Hurria always had strong compassion for whom she calls the “older, more vulnerable” generation. As director of City of Hope’s Center for Cancer and Aging, and vice provost for clinical faculty, Hurria was instrumental in establishing the Cancer and Aging Research Program, which includes 17 participating institutions across the country.
As an oncologist specializing in geriatric medicine, Hurria was part of a rarefied group of physicians. In the United States, there are fewer than 200 geriatric oncologists. As a result, Hurria said the health care workforce receives very little geriatric training, even though the older population is the largest demographic.
Today there is one geriatric physician for every 2,620 patients. By 2030, it is projected that there will be one geriatrician for every 3,798 patients. Cancer diagnoses among this group are growing every year. However, when researchers test new drugs in clinical trials, they typically recruit younger individuals.
“Historically, clinical trials have left out people who are older and more experienced, which doesn’t make much sense,” Hurria said in the profile feature. “We’re changing that. Older people have much to teach us. Their bodies are different. Their lives are different.
“Sixty percent of all cancers occur in people who are 65 and older,” she said. “Baby boomers are turning 65, and today, the largest population consists of people who are over 65. By 2030, the largest population of adults will be 80 or older. We cannot ignore that.”
Hurria said that older patients with cancer have different needs and expectations.
“They want to know if they are treated, just how sick they will get from the treatment. They want to know if they will still be able to function,” she said. “They want to know if they can still be socially active and if their memory will be intact. Eighty percent of our older patients say they would rather maintain their memory than survive. And they do not want their children to know. They have a great anxiety about becoming a burden.”
The power of listening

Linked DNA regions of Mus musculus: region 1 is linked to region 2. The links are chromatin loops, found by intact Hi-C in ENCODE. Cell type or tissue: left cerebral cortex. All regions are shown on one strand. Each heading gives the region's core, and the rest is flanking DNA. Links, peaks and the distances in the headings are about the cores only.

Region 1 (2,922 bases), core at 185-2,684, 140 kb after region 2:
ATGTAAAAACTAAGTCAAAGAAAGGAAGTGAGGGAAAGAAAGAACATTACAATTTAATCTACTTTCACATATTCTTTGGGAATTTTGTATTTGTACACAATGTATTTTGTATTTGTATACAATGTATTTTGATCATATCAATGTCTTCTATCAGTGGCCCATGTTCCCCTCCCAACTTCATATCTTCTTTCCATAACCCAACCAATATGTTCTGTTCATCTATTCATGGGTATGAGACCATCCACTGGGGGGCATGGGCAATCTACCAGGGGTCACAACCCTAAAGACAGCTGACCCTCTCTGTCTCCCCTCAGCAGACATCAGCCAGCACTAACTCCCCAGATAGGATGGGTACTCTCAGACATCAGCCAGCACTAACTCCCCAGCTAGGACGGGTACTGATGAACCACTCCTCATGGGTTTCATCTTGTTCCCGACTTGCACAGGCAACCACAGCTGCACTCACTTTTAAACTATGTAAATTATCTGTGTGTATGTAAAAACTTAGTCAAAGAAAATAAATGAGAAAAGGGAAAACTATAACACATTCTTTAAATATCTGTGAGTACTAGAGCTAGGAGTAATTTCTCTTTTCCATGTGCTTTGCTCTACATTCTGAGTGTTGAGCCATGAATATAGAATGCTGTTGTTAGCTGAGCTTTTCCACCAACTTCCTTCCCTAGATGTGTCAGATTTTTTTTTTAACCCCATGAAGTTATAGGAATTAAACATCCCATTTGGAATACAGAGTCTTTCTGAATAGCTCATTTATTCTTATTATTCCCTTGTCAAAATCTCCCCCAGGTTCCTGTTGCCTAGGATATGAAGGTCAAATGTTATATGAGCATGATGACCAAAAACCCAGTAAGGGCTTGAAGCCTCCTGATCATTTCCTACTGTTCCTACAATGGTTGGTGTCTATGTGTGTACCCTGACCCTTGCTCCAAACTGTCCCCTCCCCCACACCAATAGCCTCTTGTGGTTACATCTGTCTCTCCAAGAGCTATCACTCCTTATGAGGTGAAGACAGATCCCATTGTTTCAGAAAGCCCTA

One way Hurria treated cancer differently in older adults was by listening to them—and listening to their bodies. There is chronological age, she explained, but there is also functional age. Two people, both 75 years old, can be very different. One may be wheelchair-bound, while the other may still be surfing every morning. These differences impact how cancer is treated, Hurria said.
Arti Hurria, with George Tsai
“If we can customize the treatment for a specific patient through a geriatric assessment intervention tool, we can anticipate what the side effects will be and develop interventions to decrease those side effects,” she said. Currently, there is an ongoing City of Hope study to determine whether geriatric assessment-guided interventions can decrease the risk of chemotherapy side effects for older patients with cancer.
“We can understand what the risk of chemotherapy toxicity will be, so we can prepare the best course of treatment for the individual,” she said. “We can talk to the patient, we can talk to the family and they understand we are all doing this together. They know what to expect and they will be more prepared for the treatment course.”
Hurria’s research was fortified by the newly endowed chair, for which she said she is both humbled and grateful:
“I am so thankful to George Tsai and the family for caring so deeply about those who are vulnerable in this world, and for helping our work continue here. City of Hope is a place of healing and humanity. We can make a difference in the lives of our older patients. We can climb this mountain together, and I’m convinced the view will be absolutely beautiful.”
Hurria had been honored with multiple awards throughout her career including the Frederick Stenn Memorial Award for Humanism in Medicine, and the B.J. Kennedy Award and Lecture for Scientific Excellence in Geriatric Oncology.
Hurria also was on the board of directors for the American Society of Clinical Oncology and was the chair and founder of the Cancer and Aging Research Group, co-chair for the Alliance Cancer in the Elderly Committee, past president of the International Society of Geriatric Oncology, and past chair of the National Comprehensive Cancer Network Older Adult Oncology Committee (2010-2016). Most recently, she was inducted as a member of the American Society for Clinical Investigation.
Hurria is survived by her husband and her daughter.
Matthew Ong contributed to this story.